Young pitchers are throwing year-round, even in snowbelt states, thanks to indoor practice facilities. Under pressure to impress coaches and scouts, pitchers are throwing with elbow pain as early as Little League and throwing too many pitches during games. Some coaches are also using young pitchers to play other positions, like catcher and shortstop. They’re throwing hard and often on what are supposed to be their days of rest.
“Probably the most common cause is overuse in our young population,” said Dr. Luke Oh, a sports medicine orthopedic surgeon at Massachusetts General Hospital and a Boston Red Sox team physician.
Again, the epidemic of these elbow injuries is due to pushing young athletes to train like the pros.
This epidemic isn’t unique to baseball, it is a problem for an increasing percentage of participants in organized youth sports. Organized sports is not the problem, a lack of variety is the problem. In an article from The Province, Dr. Sue Hubbard writes the need for children to be involved in a variety of sports. I couldn’t agree more Dr. Hubbard!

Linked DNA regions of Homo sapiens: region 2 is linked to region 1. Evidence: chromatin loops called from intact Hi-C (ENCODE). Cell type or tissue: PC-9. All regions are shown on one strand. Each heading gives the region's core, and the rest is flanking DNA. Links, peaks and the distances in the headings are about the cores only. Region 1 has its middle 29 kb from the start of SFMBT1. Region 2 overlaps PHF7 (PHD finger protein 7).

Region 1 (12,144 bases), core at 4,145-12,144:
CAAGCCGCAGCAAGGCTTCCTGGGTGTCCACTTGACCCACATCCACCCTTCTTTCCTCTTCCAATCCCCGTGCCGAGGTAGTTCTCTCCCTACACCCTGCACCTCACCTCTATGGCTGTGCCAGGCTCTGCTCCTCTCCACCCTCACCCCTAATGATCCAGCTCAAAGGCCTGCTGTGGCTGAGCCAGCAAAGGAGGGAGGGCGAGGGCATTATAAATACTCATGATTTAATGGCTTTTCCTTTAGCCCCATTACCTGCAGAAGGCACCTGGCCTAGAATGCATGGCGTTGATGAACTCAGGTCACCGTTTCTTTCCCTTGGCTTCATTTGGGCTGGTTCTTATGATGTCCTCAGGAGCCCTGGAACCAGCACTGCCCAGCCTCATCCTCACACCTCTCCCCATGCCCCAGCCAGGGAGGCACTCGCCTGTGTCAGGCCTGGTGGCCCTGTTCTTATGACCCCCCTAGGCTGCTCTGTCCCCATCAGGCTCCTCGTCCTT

More and more kids seem to be participating in organized sports at ever younger ages. I know many three-year-olds already playing on soccer teams, and kindergartners involved in football and lacrosse. Also, children are “specializing” in specific sports at younger ages, increasing the risk of overuse injuries.
This specialization seems to be more common among children who participate in dance, soccer, gymnastics and tennis.
While I’ve been noticing more and more overuse injuries in young children, a recent sports medicine study supports this. A preliminary report from the sports medicine department at Loyola University School of Medicine (Chicago, IL) found that “kids are twice as likely to get hurt if they play just one sport than those who play multiple sports.”
It seems those children who participate in multiple sports are actually “cross-training” and are using different muscle groups and different movements.
Dr. Hubbard has hit the nail on the head. Youth sports should focus on fundamental movements, skill development and games fundamentals. But, youth sports are about competition. Ideally, there should probably be a 6:1 or greater practice:game ratio, but my experience ratio is that is rare. And the varsity level coaches I work with also agree.